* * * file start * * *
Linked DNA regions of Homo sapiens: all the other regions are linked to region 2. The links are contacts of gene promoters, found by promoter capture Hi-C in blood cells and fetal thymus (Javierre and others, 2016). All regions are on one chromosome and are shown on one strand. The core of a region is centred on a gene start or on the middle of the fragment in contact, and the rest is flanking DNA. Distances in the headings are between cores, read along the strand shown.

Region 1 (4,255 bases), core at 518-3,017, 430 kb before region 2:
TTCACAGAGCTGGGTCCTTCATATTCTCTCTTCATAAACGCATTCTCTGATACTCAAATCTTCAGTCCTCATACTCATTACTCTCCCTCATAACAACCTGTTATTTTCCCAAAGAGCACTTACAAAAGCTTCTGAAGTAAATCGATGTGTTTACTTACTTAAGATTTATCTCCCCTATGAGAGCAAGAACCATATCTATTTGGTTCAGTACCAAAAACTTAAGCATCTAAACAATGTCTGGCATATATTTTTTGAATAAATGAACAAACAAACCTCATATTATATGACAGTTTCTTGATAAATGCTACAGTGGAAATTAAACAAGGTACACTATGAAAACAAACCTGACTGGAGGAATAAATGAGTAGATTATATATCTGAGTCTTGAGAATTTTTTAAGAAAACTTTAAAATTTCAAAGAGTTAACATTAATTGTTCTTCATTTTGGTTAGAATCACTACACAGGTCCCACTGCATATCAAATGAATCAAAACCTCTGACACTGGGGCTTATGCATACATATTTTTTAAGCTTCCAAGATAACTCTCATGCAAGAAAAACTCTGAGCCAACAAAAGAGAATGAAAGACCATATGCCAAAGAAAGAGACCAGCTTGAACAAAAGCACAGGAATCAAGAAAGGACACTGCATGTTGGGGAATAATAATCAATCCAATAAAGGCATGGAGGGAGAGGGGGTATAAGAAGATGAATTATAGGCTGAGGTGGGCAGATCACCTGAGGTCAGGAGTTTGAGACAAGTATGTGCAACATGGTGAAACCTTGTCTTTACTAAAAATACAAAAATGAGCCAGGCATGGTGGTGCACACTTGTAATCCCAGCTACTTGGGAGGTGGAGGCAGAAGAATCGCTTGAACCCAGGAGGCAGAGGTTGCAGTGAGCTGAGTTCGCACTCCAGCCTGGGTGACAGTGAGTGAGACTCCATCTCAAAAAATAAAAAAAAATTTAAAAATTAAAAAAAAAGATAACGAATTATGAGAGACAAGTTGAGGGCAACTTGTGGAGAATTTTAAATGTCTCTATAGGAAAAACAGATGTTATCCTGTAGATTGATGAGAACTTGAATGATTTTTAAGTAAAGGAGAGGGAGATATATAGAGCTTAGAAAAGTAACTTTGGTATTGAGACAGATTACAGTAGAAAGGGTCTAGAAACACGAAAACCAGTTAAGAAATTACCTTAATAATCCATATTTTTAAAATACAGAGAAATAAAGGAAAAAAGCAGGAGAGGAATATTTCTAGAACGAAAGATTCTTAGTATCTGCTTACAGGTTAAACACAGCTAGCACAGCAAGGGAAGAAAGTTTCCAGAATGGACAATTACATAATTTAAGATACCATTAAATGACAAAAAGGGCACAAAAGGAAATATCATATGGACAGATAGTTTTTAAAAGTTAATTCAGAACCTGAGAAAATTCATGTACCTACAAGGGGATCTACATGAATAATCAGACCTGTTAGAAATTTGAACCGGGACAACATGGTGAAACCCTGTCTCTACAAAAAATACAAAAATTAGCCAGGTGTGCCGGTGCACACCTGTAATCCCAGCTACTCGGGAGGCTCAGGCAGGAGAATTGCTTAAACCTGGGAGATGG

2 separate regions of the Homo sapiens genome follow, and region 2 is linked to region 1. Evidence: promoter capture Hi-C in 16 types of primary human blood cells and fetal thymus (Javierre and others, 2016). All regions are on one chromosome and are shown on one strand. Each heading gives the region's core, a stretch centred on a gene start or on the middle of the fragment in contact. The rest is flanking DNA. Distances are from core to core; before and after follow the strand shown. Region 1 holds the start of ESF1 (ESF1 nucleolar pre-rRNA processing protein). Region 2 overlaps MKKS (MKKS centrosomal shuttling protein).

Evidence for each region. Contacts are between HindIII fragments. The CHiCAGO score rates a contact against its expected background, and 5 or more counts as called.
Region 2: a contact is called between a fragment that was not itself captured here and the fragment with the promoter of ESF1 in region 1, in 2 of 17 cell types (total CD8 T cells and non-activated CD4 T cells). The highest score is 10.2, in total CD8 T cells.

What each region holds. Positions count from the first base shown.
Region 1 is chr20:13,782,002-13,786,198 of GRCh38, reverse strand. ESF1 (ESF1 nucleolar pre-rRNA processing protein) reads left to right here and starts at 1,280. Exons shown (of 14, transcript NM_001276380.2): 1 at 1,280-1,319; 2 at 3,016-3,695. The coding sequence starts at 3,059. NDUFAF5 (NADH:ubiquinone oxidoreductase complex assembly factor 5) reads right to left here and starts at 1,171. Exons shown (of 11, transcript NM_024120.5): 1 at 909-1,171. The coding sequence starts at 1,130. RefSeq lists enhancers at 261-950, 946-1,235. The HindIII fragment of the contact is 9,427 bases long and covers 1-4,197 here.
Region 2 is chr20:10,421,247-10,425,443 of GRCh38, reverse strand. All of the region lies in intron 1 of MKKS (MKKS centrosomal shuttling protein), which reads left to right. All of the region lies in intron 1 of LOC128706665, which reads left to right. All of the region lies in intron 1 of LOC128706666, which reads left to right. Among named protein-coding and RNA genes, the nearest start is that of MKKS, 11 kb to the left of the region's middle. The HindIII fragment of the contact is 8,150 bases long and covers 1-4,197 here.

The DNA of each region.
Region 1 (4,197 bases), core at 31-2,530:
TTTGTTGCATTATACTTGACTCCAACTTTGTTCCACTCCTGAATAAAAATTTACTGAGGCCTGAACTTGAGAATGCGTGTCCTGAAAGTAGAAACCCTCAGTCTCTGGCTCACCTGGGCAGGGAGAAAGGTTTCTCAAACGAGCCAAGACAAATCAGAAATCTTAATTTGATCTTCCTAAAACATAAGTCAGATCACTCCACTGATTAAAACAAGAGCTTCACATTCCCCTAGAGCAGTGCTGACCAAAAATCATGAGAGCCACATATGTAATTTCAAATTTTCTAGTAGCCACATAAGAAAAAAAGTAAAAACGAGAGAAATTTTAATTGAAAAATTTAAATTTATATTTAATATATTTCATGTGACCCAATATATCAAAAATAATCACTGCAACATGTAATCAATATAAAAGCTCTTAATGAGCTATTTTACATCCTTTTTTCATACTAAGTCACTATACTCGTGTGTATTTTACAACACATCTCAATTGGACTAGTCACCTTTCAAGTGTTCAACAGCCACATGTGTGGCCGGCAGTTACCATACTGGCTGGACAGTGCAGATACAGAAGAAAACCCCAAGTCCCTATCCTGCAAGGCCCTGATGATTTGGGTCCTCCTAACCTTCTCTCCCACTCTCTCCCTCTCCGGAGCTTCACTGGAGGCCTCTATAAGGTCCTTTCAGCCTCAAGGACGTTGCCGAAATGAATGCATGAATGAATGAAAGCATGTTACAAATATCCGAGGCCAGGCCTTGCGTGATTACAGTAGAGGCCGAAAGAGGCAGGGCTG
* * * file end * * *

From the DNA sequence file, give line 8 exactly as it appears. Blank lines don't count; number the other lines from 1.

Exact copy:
Region 1 is chr20:13,782,002-13,786,198 of GRCh38, reverse strand. ESF1 (ESF1 nucleolar pre-rRNA processing protein) reads left to right here and starts at 1,280. Exons shown (of 14, transcript NM_001276380.2): 1 at 1,280-1,319; 2 at 3,016-3,695. The coding sequence starts at 3,059. NDUFAF5 (NADH:ubiquinone oxidoreductase complex assembly factor 5) reads right to left here and starts at 1,171. Exons shown (of 11, transcript NM_024120.5): 1 at 909-1,171. The coding sequence starts at 1,130. RefSeq lists enhancers at 261-950, 946-1,235. The HindIII fragment of the contact is 9,427 bases long and covers 1-4,197 here.